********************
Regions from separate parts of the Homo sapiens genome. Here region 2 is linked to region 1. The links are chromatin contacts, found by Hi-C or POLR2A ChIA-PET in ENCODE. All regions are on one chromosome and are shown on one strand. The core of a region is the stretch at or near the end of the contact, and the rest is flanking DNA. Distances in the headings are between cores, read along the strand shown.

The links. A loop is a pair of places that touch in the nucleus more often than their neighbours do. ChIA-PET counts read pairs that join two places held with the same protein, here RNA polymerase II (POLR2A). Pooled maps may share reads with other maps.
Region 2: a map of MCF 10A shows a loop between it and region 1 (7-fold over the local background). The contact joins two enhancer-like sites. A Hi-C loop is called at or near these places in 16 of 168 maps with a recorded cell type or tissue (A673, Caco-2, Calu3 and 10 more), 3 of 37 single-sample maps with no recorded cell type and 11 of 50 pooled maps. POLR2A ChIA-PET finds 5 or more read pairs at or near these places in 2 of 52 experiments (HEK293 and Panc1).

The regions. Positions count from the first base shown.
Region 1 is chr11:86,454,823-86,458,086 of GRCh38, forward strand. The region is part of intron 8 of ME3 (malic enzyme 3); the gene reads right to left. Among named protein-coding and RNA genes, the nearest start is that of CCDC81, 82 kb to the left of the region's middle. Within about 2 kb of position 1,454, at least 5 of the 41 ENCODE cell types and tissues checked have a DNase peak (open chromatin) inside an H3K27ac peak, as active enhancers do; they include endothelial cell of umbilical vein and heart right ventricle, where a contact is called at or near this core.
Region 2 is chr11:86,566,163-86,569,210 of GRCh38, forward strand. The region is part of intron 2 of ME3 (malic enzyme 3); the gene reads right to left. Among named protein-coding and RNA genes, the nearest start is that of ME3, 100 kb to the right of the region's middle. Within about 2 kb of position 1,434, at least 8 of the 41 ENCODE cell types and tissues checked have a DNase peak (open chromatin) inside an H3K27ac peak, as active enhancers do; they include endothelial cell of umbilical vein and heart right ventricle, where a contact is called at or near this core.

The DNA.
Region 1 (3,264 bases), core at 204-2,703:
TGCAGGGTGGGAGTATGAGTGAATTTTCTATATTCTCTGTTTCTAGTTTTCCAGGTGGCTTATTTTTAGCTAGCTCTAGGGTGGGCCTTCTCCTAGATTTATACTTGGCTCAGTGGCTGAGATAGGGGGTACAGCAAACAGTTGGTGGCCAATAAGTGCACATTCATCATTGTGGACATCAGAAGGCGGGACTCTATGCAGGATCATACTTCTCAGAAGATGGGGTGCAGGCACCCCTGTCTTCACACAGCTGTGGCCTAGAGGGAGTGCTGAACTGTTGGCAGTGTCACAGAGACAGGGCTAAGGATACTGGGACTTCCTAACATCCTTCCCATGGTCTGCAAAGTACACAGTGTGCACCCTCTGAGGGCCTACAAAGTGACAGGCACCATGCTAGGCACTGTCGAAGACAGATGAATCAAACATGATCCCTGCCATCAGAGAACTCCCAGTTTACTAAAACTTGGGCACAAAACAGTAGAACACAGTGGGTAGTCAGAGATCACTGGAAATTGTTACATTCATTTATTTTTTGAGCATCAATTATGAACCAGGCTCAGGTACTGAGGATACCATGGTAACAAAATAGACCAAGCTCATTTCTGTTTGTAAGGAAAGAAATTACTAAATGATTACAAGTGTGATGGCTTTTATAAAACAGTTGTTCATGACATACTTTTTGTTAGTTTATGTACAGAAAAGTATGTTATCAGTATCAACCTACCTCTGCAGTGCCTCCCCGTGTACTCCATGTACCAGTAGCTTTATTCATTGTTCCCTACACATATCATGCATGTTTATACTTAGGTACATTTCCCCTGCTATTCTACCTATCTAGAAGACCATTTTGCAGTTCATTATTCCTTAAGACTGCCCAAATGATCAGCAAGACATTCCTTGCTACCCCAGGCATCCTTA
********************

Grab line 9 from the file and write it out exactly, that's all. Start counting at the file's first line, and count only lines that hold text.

TGCAGGGTGGGAGTATGAGTGAATTTTCTATATTCTCTGTTTCTAGTTTTCCAGGTGGCTTATTTTTAGCTAGCTCTAGGGTGGGCCTTCTCCTAGATTTATACTTGGCTCAGTGGCTGAGATAGGGGGTACAGCAAACAGTTGGTGGCCAATAAGTGCACATTCATCATTGTGGACATCAGAAGGCGGGACTCTATGCAGGATCATACTTCTCAGAAGATGGGGTGCAGGCACCCCTGTCTTCACACAGCTGTGGCCTAGAGGGAGTGCTGAACTGTTGGCAGTGTCACAGAGACAGGGCTAAGGATACTGGGACTTCCTAACATCCTTCCCATGGTCTGCAAAGTACACAGTGTGCACCCTCTGAGGGCCTACAAAGTGACAGGCACCATGCTAGGCACTGTCGAAGACAGATGAATCAAACATGATCCCTGCCATCAGAGAACTCCCAGTTTACTAAAACTTGGGCACAAAACAGTAGAACACAGTGGGTAGTCAGAGATCACTGGAAATTGTTACATTCATTTATTTTTTGAGCATCAATTATGAACCAGGCTCAGGTACTGAGGATACCATGGTAACAAAATAGACCAAGCTCATTTCTGTTTGTAAGGAAAGAAATTACTAAATGATTACAAGTGTGATGGCTTTTATAAAACAGTTGTTCATGACATACTTTTTGTTAGTTTATGTACAGAAAAGTATGTTATCAGTATCAACCTACCTCTGCAGTGCCTCCCCGTGTACTCCATGTACCAGTAGCTTTATTCATTGTTCCCTACACATATCATGCATGTTTATACTTAGGTACATTTCCCCTGCTATTCTACCTATCTAGAAGACCATTTTGCAGTTCATTATTCCTTAAGACTGCCCAAATGATCAGCAAGACATTCCTTGCTACCCCAGGCATCCTTA